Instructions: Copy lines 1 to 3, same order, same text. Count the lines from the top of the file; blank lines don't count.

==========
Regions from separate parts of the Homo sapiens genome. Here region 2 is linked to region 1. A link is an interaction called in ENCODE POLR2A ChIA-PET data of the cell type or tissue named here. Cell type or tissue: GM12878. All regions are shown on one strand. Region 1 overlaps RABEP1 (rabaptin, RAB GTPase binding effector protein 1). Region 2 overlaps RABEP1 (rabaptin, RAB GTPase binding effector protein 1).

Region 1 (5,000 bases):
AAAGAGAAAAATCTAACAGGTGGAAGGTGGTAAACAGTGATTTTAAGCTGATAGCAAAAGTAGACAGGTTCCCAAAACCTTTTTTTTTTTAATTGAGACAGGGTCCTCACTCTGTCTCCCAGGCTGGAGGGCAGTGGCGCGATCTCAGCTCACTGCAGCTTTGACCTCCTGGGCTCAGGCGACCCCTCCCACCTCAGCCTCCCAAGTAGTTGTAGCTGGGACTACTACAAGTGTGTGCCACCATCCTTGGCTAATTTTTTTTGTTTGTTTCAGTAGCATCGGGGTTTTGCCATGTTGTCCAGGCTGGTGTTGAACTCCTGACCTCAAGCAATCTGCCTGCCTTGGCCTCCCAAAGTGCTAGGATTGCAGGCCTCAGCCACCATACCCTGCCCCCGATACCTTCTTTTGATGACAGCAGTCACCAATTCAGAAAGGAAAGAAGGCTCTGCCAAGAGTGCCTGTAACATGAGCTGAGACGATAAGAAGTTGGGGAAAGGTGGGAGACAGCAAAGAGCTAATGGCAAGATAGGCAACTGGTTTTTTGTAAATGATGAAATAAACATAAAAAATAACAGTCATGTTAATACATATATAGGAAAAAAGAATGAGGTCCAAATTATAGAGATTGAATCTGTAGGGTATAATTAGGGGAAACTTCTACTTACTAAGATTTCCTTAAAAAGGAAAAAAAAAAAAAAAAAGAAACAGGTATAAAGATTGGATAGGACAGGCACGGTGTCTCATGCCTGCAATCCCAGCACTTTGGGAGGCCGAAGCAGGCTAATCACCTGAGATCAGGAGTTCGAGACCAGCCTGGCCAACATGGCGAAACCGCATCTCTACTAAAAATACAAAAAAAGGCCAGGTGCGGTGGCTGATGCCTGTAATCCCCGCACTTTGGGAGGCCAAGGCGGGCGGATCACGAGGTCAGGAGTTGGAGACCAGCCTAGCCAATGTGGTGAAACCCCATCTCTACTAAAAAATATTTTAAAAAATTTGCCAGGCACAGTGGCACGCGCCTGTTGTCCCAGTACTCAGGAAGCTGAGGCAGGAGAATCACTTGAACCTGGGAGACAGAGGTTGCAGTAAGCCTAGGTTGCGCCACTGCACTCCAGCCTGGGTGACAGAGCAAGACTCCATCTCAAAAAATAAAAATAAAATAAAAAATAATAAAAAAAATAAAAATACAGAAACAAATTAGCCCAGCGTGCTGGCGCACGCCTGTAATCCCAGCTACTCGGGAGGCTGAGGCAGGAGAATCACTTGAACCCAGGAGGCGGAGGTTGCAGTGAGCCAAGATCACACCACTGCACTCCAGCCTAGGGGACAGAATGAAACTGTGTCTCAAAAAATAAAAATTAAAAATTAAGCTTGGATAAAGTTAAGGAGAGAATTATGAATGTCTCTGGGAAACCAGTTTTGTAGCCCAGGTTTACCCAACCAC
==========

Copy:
Regions from separate parts of the Homo sapiens genome. Here region 2 is linked to region 1. A link is an interaction called in ENCODE POLR2A ChIA-PET data of the cell type or tissue named here. Cell type or tissue: GM12878. All regions are shown on one strand. Region 1 overlaps RABEP1 (rabaptin, RAB GTPase binding effector protein 1). Region 2 overlaps RABEP1 (rabaptin, RAB GTPase binding effector protein 1).

Region 1 (5,000 bases):
AAAGAGAAAAATCTAACAGGTGGAAGGTGGTAAACAGTGATTTTAAGCTGATAGCAAAAGTAGACAGGTTCCCAAAACCTTTTTTTTTTTAATTGAGACAGGGTCCTCACTCTGTCTCCCAGGCTGGAGGGCAGTGGCGCGATCTCAGCTCACTGCAGCTTTGACCTCCTGGGCTCAGGCGACCCCTCCCACCTCAGCCTCCCAAGTAGTTGTAGCTGGGACTACTACAAGTGTGTGCCACCATCCTTGGCTAATTTTTTTTGTTTGTTTCAGTAGCATCGGGGTTTTGCCATGTTGTCCAGGCTGGTGTTGAACTCCTGACCTCAAGCAATCTGCCTGCCTTGGCCTCCCAAAGTGCTAGGATTGCAGGCCTCAGCCACCATACCCTGCCCCCGATACCTTCTTTTGATGACAGCAGTCACCAATTCAGAAAGGAAAGAAGGCTCTGCCAAGAGTGCCTGTAACATGAGCTGAGACGATAAGAAGTTGGGGAAAGGTGGGAGACAGCAAAGAGCTAATGGCAAGATAGGCAACTGGTTTTTTGTAAATGATGAAATAAACATAAAAAATAACAGTCATGTTAATACATATATAGGAAAAAAGAATGAGGTCCAAATTATAGAGATTGAATCTGTAGGGTATAATTAGGGGAAACTTCTACTTACTAAGATTTCCTTAAAAAGGAAAAAAAAAAAAAAAAAGAAACAGGTATAAAGATTGGATAGGACAGGCACGGTGTCTCATGCCTGCAATCCCAGCACTTTGGGAGGCCGAAGCAGGCTAATCACCTGAGATCAGGAGTTCGAGACCAGCCTGGCCAACATGGCGAAACCGCATCTCTACTAAAAATACAAAAAAAGGCCAGGTGCGGTGGCTGATGCCTGTAATCCCCGCACTTTGGGAGGCCAAGGCGGGCGGATCACGAGGTCAGGAGTTGGAGACCAGCCTAGCCAATGTGGTGAAACCCCATCTCTACTAAAAAATATTTTAAAAAATTTGCCAGGCACAGTGGCACGCGCCTGTTGTCCCAGTACTCAGGAAGCTGAGGCAGGAGAATCACTTGAACCTGGGAGACAGAGGTTGCAGTAAGCCTAGGTTGCGCCACTGCACTCCAGCCTGGGTGACAGAGCAAGACTCCATCTCAAAAAATAAAAATAAAATAAAAAATAATAAAAAAAATAAAAATACAGAAACAAATTAGCCCAGCGTGCTGGCGCACGCCTGTAATCCCAGCTACTCGGGAGGCTGAGGCAGGAGAATCACTTGAACCCAGGAGGCGGAGGTTGCAGTGAGCCAAGATCACACCACTGCACTCCAGCCTAGGGGACAGAATGAAACTGTGTCTCAAAAAATAAAAATTAAAAATTAAGCTTGGATAAAGTTAAGGAGAGAATTATGAATGTCTCTGGGAAACCAGTTTTGTAGCCCAGGTTTACCCAACCAC